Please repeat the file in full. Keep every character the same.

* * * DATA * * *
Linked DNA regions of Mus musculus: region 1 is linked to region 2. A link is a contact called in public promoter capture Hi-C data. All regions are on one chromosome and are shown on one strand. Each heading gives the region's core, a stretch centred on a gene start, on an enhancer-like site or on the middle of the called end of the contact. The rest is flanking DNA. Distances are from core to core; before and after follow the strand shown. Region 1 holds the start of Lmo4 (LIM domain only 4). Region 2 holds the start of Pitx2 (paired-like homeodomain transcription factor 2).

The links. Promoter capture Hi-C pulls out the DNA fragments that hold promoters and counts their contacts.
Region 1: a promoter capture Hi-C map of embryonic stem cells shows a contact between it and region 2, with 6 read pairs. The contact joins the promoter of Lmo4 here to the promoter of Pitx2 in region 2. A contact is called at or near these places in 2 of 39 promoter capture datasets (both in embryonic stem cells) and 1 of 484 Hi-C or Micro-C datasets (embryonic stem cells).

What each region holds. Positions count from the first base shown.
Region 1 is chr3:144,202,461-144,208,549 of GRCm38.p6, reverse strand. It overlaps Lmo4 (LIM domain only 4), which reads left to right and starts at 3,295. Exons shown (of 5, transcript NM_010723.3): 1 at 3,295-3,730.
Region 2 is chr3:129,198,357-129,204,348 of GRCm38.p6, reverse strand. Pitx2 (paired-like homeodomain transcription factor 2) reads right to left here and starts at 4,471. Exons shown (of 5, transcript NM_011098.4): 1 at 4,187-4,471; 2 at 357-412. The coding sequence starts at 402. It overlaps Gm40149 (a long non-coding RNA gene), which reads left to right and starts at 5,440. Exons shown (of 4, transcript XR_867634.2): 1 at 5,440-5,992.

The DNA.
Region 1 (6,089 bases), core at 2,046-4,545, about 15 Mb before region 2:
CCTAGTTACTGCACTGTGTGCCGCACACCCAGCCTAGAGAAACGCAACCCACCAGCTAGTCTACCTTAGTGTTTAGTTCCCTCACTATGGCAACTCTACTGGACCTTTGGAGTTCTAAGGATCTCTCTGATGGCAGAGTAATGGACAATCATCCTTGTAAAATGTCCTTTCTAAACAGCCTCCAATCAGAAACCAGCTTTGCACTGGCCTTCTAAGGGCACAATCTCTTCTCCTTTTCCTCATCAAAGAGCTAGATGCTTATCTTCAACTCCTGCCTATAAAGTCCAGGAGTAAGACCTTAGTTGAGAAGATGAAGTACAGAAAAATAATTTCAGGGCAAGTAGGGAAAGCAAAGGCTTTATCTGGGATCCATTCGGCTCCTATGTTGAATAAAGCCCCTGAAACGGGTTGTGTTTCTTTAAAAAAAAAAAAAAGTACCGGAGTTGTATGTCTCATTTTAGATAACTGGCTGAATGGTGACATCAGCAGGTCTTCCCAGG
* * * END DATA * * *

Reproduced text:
Linked DNA regions of Mus musculus: region 1 is linked to region 2. A link is a contact called in public promoter capture Hi-C data. All regions are on one chromosome and are shown on one strand. Each heading gives the region's core, a stretch centred on a gene start, on an enhancer-like site or on the middle of the called end of the contact. The rest is flanking DNA. Distances are from core to core; before and after follow the strand shown. Region 1 holds the start of Lmo4 (LIM domain only 4). Region 2 holds the start of Pitx2 (paired-like homeodomain transcription factor 2).

The links. Promoter capture Hi-C pulls out the DNA fragments that hold promoters and counts their contacts.
Region 1: a promoter capture Hi-C map of embryonic stem cells shows a contact between it and region 2, with 6 read pairs. The contact joins the promoter of Lmo4 here to the promoter of Pitx2 in region 2. A contact is called at or near these places in 2 of 39 promoter capture datasets (both in embryonic stem cells) and 1 of 484 Hi-C or Micro-C datasets (embryonic stem cells).

What each region holds. Positions count from the first base shown.
Region 1 is chr3:144,202,461-144,208,549 of GRCm38.p6, reverse strand. It overlaps Lmo4 (LIM domain only 4), which reads left to right and starts at 3,295. Exons shown (of 5, transcript NM_010723.3): 1 at 3,295-3,730.
Region 2 is chr3:129,198,357-129,204,348 of GRCm38.p6, reverse strand. Pitx2 (paired-like homeodomain transcription factor 2) reads right to left here and starts at 4,471. Exons shown (of 5, transcript NM_011098.4): 1 at 4,187-4,471; 2 at 357-412. The coding sequence starts at 402. It overlaps Gm40149 (a long non-coding RNA gene), which reads left to right and starts at 5,440. Exons shown (of 4, transcript XR_867634.2): 1 at 5,440-5,992.

The DNA.
Region 1 (6,089 bases), core at 2,046-4,545, about 15 Mb before region 2:
CCTAGTTACTGCACTGTGTGCCGCACACCCAGCCTAGAGAAACGCAACCCACCAGCTAGTCTACCTTAGTGTTTAGTTCCCTCACTATGGCAACTCTACTGGACCTTTGGAGTTCTAAGGATCTCTCTGATGGCAGAGTAATGGACAATCATCCTTGTAAAATGTCCTTTCTAAACAGCCTCCAATCAGAAACCAGCTTTGCACTGGCCTTCTAAGGGCACAATCTCTTCTCCTTTTCCTCATCAAAGAGCTAGATGCTTATCTTCAACTCCTGCCTATAAAGTCCAGGAGTAAGACCTTAGTTGAGAAGATGAAGTACAGAAAAATAATTTCAGGGCAAGTAGGGAAAGCAAAGGCTTTATCTGGGATCCATTCGGCTCCTATGTTGAATAAAGCCCCTGAAACGGGTTGTGTTTCTTTAAAAAAAAAAAAAAGTACCGGAGTTGTATGTCTCATTTTAGATAACTGGCTGAATGGTGACATCAGCAGGTCTTCCCAGG